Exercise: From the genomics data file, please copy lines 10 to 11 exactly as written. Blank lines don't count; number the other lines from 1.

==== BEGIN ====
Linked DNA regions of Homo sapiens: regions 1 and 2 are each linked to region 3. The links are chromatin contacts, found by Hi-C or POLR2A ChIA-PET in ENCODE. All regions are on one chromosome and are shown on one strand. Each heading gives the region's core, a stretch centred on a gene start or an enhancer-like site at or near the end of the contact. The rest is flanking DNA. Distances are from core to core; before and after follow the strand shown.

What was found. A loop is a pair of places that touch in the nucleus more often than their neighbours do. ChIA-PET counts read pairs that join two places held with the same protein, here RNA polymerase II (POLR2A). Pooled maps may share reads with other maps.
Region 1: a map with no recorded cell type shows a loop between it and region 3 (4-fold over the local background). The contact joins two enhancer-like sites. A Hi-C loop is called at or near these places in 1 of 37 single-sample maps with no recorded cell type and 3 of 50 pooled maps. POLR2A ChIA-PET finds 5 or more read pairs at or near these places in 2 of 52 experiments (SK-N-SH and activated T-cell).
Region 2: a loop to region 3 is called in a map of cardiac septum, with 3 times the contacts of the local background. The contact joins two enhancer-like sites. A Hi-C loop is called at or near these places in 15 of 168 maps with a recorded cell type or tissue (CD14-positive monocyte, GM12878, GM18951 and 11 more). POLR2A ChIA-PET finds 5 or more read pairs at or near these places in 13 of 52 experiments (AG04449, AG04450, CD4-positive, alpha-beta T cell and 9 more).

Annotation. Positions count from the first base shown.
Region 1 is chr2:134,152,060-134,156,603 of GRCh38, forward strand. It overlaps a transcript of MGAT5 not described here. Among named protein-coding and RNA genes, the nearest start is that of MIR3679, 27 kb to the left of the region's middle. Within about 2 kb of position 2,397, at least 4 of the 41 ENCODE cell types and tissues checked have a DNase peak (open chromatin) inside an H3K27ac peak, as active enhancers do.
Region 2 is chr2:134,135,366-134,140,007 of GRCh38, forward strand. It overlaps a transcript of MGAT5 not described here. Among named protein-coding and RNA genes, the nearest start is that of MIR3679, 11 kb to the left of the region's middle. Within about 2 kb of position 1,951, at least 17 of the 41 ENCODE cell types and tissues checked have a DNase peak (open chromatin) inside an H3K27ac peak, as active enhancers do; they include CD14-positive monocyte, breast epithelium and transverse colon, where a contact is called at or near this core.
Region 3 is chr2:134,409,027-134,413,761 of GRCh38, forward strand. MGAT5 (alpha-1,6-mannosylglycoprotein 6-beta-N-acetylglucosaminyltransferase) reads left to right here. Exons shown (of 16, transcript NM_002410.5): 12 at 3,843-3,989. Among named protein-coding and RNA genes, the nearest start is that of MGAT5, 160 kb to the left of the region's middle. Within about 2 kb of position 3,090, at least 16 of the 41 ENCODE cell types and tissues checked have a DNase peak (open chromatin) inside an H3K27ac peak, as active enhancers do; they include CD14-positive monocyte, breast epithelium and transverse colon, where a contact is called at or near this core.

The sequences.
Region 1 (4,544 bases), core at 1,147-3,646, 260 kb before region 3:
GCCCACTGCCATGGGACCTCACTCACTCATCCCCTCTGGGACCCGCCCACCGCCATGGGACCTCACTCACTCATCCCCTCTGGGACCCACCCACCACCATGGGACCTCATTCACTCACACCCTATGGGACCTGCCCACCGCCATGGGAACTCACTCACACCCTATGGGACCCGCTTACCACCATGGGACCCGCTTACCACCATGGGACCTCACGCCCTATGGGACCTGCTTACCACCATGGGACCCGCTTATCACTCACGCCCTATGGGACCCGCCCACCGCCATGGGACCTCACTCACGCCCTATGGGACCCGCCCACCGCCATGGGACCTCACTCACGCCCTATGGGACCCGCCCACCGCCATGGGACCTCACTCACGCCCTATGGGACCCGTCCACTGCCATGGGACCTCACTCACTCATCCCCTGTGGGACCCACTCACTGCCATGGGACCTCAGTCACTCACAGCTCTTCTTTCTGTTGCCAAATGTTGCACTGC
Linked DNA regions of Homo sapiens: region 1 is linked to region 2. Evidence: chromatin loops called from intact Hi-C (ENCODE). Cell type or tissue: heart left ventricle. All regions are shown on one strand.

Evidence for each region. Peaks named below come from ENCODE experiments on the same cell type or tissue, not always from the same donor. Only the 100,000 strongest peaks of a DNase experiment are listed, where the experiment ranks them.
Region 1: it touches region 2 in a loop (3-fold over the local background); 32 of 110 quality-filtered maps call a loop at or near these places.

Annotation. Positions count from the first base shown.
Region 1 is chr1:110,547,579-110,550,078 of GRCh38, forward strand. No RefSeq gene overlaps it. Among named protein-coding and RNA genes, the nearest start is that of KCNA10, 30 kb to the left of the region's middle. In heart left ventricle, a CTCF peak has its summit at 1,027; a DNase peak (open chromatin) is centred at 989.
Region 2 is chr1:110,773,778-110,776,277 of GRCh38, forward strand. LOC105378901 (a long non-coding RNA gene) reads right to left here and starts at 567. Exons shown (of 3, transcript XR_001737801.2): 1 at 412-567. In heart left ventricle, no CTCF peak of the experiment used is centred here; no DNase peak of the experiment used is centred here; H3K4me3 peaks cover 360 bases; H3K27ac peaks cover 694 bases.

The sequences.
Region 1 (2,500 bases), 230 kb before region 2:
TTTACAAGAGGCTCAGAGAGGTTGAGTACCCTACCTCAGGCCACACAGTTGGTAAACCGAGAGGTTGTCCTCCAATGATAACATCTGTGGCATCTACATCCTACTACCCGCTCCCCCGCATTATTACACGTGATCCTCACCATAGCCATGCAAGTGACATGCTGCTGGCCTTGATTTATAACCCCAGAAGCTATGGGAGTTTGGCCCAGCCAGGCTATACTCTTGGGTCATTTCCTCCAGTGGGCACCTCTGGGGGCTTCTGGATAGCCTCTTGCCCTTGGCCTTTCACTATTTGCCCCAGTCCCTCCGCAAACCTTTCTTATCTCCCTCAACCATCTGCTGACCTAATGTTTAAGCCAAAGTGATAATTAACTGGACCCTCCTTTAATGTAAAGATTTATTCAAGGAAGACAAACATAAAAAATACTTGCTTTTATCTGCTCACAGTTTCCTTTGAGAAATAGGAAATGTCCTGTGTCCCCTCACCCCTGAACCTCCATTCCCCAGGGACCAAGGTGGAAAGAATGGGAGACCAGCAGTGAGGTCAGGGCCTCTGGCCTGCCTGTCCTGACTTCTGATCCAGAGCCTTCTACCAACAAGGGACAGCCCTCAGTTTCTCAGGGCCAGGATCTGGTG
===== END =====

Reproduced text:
Region 1 (4,544 bases), core at 1,147-3,646, 260 kb before region 3:
GCCCACTGCCATGGGACCTCACTCACTCATCCCCTCTGGGACCCGCCCACCGCCATGGGACCTCACTCACTCATCCCCTCTGGGACCCACCCACCACCATGGGACCTCATTCACTCACACCCTATGGGACCTGCCCACCGCCATGGGAACTCACTCACACCCTATGGGACCCGCTTACCACCATGGGACCCGCTTACCACCATGGGACCTCACGCCCTATGGGACCTGCTTACCACCATGGGACCCGCTTATCACTCACGCCCTATGGGACCCGCCCACCGCCATGGGACCTCACTCACGCCCTATGGGACCCGCCCACCGCCATGGGACCTCACTCACGCCCTATGGGACCCGCCCACCGCCATGGGACCTCACTCACGCCCTATGGGACCCGTCCACTGCCATGGGACCTCACTCACTCATCCCCTGTGGGACCCACTCACTGCCATGGGACCTCAGTCACTCACAGCTCTTCTTTCTGTTGCCAAATGTTGCACTGC